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I have a UITableView that is configured for a subtitle cell. When I add a cell to the TableView I have two arrays. One for the subtitle and the other for the main label. I also have an NSMutableDictionary so that when I add the cell to the table it records an object and a key. My problem is when I want to delete the cell from the UITableView I use this method:

- (void)tableView:(UITableView *)tableView commitEditingStyle:(UITableViewCellEditingStyle)editingStyle forRowAtIndexPath:(NSIndexPath *)indexPath
{
if (editingStyle == UITableViewCellEditingStyleDelete) {
    [myArray removeObjectAtIndex:indexPath.row];
    [numberArray removeObjectAtIndex:indexPath.row];


    [tableView deleteRowsAtIndexPaths:@[indexPath] withRowAnimation:UITableViewRowAnimationFade];
} else if (editingStyle == UITableViewCellEditingStyleInsert) {
    // Create a new instance of the appropriate class, insert it into the array, and add a new row to the table view.
}
}

This works great for removing the objects from their associated arrays, but I also want to remove the objects from the MutableDictionary I made. I thought that you would use somethings similar to what I used with the arrays.

[myArray removeObjectAtIndex:indexPath.row];

But I can't use

 [myDictionary removeObjectForKey:indexPath.row];

Does anyone know how I would write this?

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2  
There are no indexes in a dictionary. A dictionary uses keys. – Hot Licks Nov 26 '12 at 1:27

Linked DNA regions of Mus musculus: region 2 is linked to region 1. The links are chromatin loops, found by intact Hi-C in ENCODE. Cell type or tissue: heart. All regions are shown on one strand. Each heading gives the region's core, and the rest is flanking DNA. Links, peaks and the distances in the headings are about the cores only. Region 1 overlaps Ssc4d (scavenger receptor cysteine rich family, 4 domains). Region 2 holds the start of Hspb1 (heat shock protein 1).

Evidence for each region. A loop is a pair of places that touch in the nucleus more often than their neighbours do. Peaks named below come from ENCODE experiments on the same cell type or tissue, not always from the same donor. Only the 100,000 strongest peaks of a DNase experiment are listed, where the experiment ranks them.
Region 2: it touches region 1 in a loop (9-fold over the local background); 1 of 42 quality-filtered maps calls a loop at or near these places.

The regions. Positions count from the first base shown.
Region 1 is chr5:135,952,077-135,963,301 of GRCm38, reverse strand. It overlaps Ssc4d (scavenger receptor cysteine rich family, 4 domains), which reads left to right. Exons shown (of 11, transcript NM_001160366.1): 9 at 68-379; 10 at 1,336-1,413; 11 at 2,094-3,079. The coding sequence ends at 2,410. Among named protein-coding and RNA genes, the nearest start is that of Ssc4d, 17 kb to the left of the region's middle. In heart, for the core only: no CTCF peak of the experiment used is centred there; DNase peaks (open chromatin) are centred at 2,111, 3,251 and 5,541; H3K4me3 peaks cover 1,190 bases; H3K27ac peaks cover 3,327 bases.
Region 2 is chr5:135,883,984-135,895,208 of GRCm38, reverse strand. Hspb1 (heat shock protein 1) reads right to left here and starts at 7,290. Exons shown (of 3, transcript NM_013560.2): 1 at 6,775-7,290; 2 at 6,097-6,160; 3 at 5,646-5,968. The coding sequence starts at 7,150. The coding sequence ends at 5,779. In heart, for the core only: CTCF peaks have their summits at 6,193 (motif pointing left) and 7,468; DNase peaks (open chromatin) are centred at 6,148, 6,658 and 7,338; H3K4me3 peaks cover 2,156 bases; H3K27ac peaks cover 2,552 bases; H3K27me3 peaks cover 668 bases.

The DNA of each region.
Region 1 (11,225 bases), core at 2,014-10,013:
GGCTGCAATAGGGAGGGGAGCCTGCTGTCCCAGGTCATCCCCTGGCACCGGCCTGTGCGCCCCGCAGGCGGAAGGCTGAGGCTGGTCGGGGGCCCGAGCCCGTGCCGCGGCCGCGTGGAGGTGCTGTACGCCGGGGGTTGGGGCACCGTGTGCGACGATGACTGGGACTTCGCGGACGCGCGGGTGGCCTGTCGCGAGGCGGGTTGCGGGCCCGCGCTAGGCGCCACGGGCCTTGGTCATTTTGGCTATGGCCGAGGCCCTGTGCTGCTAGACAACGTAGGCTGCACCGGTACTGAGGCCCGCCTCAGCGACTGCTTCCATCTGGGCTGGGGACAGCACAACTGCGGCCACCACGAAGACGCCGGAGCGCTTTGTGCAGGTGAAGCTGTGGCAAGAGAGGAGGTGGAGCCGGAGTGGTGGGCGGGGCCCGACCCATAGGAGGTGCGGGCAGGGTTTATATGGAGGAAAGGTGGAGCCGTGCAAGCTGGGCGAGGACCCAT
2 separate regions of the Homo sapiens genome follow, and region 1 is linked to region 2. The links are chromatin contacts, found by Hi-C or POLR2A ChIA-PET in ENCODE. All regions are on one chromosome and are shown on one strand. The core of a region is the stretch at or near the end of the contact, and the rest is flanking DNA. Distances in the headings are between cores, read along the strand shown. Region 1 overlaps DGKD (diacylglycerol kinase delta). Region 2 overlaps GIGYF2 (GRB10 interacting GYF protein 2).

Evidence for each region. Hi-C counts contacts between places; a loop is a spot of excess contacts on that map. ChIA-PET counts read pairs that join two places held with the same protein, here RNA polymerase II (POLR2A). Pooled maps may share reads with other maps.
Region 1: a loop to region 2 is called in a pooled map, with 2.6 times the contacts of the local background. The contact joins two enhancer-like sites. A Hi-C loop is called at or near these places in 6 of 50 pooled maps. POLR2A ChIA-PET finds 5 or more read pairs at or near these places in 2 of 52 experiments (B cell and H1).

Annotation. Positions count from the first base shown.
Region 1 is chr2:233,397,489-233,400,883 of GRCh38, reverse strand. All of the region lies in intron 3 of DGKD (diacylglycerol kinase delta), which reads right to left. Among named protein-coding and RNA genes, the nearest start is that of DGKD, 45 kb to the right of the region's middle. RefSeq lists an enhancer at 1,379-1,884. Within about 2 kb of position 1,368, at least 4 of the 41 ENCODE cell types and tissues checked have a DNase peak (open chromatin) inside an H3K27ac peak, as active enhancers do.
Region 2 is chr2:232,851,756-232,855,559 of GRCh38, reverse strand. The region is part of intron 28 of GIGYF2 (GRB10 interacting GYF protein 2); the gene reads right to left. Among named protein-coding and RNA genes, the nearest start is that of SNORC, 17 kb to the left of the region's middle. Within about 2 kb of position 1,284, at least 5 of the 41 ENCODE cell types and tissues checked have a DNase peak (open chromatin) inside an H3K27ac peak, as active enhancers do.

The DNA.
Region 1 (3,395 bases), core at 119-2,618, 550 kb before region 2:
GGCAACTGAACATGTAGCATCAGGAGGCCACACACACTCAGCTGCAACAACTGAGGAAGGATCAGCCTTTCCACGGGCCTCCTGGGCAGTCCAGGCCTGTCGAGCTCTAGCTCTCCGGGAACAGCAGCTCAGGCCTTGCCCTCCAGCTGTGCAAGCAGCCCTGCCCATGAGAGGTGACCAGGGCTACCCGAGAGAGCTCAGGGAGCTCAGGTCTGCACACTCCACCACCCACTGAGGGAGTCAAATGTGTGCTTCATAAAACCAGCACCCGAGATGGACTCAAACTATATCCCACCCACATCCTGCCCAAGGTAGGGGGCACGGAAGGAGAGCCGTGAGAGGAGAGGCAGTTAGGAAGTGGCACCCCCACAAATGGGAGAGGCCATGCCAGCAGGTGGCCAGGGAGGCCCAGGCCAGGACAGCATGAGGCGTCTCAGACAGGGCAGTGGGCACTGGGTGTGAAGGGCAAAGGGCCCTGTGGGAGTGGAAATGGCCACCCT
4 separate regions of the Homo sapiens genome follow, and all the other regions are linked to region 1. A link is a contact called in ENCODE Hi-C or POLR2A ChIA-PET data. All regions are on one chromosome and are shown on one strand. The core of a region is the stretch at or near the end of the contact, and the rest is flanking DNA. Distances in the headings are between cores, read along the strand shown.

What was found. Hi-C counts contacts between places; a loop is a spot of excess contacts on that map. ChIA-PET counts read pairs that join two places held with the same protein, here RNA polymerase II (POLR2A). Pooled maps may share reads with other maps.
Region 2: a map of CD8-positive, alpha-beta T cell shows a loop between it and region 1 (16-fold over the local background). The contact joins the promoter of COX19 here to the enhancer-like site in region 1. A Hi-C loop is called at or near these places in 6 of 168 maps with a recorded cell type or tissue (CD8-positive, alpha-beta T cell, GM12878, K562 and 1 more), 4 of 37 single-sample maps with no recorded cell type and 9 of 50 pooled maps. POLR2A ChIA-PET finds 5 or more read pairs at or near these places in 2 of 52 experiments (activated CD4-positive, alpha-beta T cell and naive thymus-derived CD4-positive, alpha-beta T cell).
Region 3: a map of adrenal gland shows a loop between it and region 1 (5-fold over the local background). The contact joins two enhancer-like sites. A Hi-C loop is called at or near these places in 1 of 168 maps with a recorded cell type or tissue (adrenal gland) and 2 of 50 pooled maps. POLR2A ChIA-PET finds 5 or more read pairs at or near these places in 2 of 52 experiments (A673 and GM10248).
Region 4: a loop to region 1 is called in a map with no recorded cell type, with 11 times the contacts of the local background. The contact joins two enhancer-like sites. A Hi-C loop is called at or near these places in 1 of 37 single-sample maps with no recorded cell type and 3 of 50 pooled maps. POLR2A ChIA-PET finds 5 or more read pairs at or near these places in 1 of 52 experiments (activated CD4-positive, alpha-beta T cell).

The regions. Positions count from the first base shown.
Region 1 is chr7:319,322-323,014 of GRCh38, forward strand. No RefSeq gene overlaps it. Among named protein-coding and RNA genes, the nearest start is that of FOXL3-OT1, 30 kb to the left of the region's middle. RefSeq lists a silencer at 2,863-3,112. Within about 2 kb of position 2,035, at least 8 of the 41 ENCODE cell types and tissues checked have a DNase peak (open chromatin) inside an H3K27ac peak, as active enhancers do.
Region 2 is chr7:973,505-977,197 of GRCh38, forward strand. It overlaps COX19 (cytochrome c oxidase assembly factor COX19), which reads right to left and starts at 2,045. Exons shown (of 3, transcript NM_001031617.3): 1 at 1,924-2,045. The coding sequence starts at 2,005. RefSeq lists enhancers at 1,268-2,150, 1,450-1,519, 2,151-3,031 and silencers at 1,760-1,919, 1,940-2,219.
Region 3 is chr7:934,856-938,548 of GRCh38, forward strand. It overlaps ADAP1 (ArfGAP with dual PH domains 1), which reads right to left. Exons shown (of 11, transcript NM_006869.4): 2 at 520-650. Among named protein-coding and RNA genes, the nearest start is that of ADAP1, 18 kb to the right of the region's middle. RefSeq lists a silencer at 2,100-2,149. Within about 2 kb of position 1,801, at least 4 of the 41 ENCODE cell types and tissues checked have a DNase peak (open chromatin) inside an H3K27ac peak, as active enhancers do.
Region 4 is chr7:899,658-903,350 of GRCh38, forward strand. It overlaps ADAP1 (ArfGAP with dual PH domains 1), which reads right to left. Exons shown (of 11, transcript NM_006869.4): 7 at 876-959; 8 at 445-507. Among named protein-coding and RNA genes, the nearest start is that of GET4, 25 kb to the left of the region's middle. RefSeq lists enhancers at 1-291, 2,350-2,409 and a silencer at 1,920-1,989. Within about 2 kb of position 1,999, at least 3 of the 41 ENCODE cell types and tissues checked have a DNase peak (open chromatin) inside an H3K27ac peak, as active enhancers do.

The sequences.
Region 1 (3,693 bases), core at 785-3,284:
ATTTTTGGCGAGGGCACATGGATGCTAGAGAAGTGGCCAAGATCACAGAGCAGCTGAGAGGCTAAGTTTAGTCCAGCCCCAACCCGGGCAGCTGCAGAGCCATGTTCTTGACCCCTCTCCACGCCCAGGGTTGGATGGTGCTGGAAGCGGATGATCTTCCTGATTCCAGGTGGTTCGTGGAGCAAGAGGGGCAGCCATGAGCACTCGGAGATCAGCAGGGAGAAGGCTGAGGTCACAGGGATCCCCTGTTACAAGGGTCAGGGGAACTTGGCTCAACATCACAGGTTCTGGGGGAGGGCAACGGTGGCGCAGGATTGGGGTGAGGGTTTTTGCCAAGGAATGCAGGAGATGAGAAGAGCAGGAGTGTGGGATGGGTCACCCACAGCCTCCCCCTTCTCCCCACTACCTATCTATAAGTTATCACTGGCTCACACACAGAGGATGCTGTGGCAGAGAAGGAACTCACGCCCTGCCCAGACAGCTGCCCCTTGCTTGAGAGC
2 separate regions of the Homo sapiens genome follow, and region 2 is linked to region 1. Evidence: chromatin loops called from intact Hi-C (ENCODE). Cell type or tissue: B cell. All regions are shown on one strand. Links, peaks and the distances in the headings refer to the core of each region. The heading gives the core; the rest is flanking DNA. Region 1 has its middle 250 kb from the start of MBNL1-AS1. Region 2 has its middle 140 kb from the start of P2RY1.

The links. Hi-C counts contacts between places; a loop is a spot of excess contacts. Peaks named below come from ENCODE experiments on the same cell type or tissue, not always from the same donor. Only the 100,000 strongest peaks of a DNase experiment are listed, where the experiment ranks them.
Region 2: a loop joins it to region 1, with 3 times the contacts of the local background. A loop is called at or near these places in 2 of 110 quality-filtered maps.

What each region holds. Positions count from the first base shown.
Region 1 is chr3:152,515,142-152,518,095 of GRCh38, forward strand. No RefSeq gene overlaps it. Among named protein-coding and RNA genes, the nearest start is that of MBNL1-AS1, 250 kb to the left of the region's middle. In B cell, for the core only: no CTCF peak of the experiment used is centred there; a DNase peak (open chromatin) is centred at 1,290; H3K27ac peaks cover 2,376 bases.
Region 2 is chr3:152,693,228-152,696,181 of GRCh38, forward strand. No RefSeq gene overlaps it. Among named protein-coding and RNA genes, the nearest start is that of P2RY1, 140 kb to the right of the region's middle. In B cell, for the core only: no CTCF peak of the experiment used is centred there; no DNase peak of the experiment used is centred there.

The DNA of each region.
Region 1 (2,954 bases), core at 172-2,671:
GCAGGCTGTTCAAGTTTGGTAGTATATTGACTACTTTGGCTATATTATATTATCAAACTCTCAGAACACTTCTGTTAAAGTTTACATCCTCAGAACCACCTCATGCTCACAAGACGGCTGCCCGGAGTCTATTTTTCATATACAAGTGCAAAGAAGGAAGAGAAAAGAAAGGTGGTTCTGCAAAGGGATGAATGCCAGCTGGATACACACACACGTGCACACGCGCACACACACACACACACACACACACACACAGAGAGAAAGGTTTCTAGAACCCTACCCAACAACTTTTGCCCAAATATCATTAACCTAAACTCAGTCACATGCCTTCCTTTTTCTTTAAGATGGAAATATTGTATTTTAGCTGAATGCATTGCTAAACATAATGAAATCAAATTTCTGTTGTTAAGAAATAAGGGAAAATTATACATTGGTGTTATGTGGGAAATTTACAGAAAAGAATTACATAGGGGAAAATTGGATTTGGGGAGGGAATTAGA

@HotLicks Means there are not indexes in a dictionary. – borrrden Nov 26 '12 at 1:28
1  
What keys do you use when you add an entry to the dictionary? – rdelmar Nov 26 '12 at 1:28
    
@HotLicks, I am sure you meant "There are no indexes in a dictionary". – neevek Nov 26 '12 at 1:28
1  
As rdelmar suggests, you'd remove using the same key you used to insert the entry. – Hot Licks Nov 26 '12 at 1:29
up vote 3 down vote accepted

Since indexPath.row is a primitive type, it cannot be used as a key in NSDictionary: you need to wrap it in NSNumber in order to do so.

[myDictionary removeObjectForKey:[NSNumber numberWithInt:indexPath.row]];

This would work only if you use NSNumber-wrapped integers as keys in your NSMutableDictionary. In general, since NSDictionary is an associative container, you need to use the same key in the calls of removeObjectForKey as you used in the calls of setObject:forKey:.

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1  
Except he hasn't yet said how he's putting the entries into the dictionary. – Hot Licks Nov 26 '12 at 1:36
    
the subtitle of the cell is the same as the key for the dictionary. If that helps any. – Craig Nov 26 '12 at 1:40
    
@Craig your parameter to removeObjectForKey needs to match the key you used with setObject:forKey:, and it obviously wasn't an integer value, which is what indexPath.row is. – Rob Nov 26 '12 at 1:42
    
Yeah that worked. Thanks. – Craig Nov 26 '12 at 1:43
    
@dasblinkenlight @Craig These days you can use literals with clang, e.g. [myDictionary removeObjectForKey:@(indexPath.row)]; – SK9 Nov 26 '12 at 3:00

Use this code to delete the data from the NSMutableDictionary

//First get all the keys of dictionary into one array
 NSArray *sectionsArray = [mutaleDictionary allKeys];
//Get all the data of tapped section into one array by using indexpath.section
 NSMutableArray *objectsAtSection = [mutaleDictionary valueForKey:[sectionsArray objectAtIndex:indexPath.section]];
//remove the particular object by using indexPath.row from the array
 [objectsAtSection removeObjectAtIndex:indexPath.row]; 
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